More broadly, in an age of increasing political polarization, it becomes both more important and more difficult to tolerate disagreement and learn how to engage with those with whom we disagree. I study and teach American constitutional history and transformations in judicial doctrines regarding free speech and civil liberties. I worry that we are forgetting the lessons of the past and in danger of backsliding in our commitments to civil liberty. There are illiberal forces increasingly prominent on both the political left and the political right, and I felt some responsibility to help make the case to the public for the virtue of traditional liberal values of free speech, tolerance of differences and dissent, respect for individual liberty, and political progress through dialogue and deliberation. The college campus is a microcosm of society more broadly, and we should be nurturing inclusive communities capable of talking through our disagreements.
More specifically, I have been appalled by some of the developments on college campuses across the country and across the world. I do not believe that things are uniquely bad now, but universities face some serious challenges in charting a future that preserves the core values of a modern university. Students, parents, alumni, and even faculty do not always understand that universities are places in which ideas are taken seriously and that difficult, disagreeable, and controversial ideas should be freely discussed and carefully evaluated. University administrators face some natural pressures to try to manage public controversies and make them go away, but it is important to emphasize that it is the business of universities to court controversy. Universities have historically served as a refuge where ideas outside the mainstream of society can be voiced and debated. At their best, universities are places where people with a wide range of views can come together to seriously discuss difficult ideas. If they are living up to their ideals, we should expect to see opinions expressed on college campuses that many will find shocking, and we should see those same opinions criticized rather than suppressed.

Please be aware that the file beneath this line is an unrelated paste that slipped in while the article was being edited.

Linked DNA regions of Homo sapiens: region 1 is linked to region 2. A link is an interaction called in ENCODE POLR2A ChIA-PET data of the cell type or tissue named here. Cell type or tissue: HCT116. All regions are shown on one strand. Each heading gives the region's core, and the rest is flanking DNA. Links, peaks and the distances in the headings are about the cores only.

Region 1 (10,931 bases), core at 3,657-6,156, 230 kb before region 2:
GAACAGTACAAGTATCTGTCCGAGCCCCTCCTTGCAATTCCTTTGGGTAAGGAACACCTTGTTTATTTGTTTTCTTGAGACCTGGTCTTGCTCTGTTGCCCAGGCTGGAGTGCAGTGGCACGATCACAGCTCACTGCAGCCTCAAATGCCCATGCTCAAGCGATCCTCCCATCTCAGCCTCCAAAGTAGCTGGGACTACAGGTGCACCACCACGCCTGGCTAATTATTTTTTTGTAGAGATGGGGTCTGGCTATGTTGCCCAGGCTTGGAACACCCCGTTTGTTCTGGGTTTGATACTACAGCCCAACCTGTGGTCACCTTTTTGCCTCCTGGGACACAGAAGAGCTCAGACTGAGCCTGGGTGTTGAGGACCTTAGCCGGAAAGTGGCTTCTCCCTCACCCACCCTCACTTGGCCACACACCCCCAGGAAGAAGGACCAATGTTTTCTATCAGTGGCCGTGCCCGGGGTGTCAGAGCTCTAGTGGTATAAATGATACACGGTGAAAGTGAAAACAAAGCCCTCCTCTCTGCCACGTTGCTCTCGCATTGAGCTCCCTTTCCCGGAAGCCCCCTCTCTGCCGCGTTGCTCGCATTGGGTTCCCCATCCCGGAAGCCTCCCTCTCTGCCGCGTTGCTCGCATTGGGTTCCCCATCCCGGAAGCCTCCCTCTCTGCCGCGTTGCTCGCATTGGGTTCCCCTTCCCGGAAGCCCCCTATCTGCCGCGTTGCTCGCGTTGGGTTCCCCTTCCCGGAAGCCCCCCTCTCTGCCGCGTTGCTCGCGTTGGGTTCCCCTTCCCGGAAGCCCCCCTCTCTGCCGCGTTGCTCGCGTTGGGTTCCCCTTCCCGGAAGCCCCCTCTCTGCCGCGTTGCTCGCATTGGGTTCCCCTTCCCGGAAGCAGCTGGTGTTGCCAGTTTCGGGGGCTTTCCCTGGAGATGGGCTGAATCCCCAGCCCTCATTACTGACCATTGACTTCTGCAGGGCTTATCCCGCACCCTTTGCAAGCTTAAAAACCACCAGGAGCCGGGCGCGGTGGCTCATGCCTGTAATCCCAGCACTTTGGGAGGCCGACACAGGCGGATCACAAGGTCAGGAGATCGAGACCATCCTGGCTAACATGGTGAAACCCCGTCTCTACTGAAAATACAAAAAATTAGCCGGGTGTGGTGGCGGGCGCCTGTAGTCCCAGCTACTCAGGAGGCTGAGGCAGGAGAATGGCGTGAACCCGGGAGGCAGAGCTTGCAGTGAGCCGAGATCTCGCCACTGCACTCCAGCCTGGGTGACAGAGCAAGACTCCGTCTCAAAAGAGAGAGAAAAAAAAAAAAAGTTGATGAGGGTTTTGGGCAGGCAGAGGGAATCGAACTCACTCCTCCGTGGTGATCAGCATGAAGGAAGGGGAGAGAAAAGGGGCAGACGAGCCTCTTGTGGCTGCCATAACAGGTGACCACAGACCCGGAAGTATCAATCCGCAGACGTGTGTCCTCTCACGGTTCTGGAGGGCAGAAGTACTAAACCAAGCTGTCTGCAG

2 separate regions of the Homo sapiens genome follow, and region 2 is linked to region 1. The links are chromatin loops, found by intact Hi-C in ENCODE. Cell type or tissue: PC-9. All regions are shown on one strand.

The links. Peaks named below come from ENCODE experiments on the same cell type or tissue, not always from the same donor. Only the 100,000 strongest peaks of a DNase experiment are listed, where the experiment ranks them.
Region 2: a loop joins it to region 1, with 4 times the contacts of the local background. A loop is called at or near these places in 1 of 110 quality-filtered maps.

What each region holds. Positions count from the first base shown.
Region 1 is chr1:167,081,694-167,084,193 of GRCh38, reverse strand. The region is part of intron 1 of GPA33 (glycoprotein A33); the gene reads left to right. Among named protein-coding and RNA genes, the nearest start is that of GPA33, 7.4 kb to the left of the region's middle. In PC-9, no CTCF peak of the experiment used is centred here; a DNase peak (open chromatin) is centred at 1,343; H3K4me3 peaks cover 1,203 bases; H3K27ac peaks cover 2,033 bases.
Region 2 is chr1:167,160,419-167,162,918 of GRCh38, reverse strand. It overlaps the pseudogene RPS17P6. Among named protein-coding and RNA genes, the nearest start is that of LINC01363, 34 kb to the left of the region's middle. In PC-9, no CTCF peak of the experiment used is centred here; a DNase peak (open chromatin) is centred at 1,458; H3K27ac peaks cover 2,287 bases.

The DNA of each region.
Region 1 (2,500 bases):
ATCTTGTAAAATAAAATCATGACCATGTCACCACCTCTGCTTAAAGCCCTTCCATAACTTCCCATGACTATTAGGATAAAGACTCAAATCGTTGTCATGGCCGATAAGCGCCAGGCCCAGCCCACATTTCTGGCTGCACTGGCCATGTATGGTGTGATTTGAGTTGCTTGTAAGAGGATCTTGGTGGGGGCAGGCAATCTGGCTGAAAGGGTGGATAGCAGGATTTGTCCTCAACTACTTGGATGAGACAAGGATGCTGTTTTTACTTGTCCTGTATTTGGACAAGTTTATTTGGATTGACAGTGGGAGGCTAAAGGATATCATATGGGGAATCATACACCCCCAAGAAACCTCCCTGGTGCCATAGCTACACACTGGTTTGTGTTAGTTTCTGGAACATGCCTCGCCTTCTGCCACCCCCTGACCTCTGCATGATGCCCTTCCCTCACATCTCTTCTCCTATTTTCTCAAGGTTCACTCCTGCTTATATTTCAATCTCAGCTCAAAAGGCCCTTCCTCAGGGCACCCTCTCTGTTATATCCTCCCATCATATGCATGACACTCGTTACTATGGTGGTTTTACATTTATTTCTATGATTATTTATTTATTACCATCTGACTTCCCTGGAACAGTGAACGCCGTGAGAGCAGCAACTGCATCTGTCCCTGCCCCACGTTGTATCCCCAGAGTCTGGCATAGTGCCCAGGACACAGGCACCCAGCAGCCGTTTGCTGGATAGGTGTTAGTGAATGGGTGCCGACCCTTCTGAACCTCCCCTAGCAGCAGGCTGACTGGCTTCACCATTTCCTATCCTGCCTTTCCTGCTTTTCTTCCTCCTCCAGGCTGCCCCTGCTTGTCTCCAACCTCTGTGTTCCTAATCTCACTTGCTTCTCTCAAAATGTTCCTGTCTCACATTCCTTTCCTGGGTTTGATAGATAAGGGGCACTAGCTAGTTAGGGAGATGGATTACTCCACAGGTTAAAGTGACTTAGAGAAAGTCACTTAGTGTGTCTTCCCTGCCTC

The fact that there are people on college campuses who hold ideas antithetical to your own and who are prepared to argue for those ideas is a feature, not a bug. We should be doing more to cultivate a diverse and stimulating intellectual environment on college campuses and to explain and defend the core mission of universities.
For a reader “just browsing” the book, there is a natural inclination to skip ahead to chapter three and some of the specific sections there. In that chapter, I take up the various kinds of controversies that have recently roiled university campuses in the United States and elsewhere and apply general principles of free speech to help us think through how we should resolve them. That chapter is full of specific examples of controversies that have arisen and things that have gone wrong on college campuses. What are safe spaces, and do they have a place on a college campus? Must universities regulate “hate speech”? Do demonstrators have a right to shout down speakers with whom they disagree? Should professors who express repulsive views on social media face university discipline? The chapter points to cases where university students, faculty and administrators have behaved rather badly, as well as to some cases where they have behaved admirably.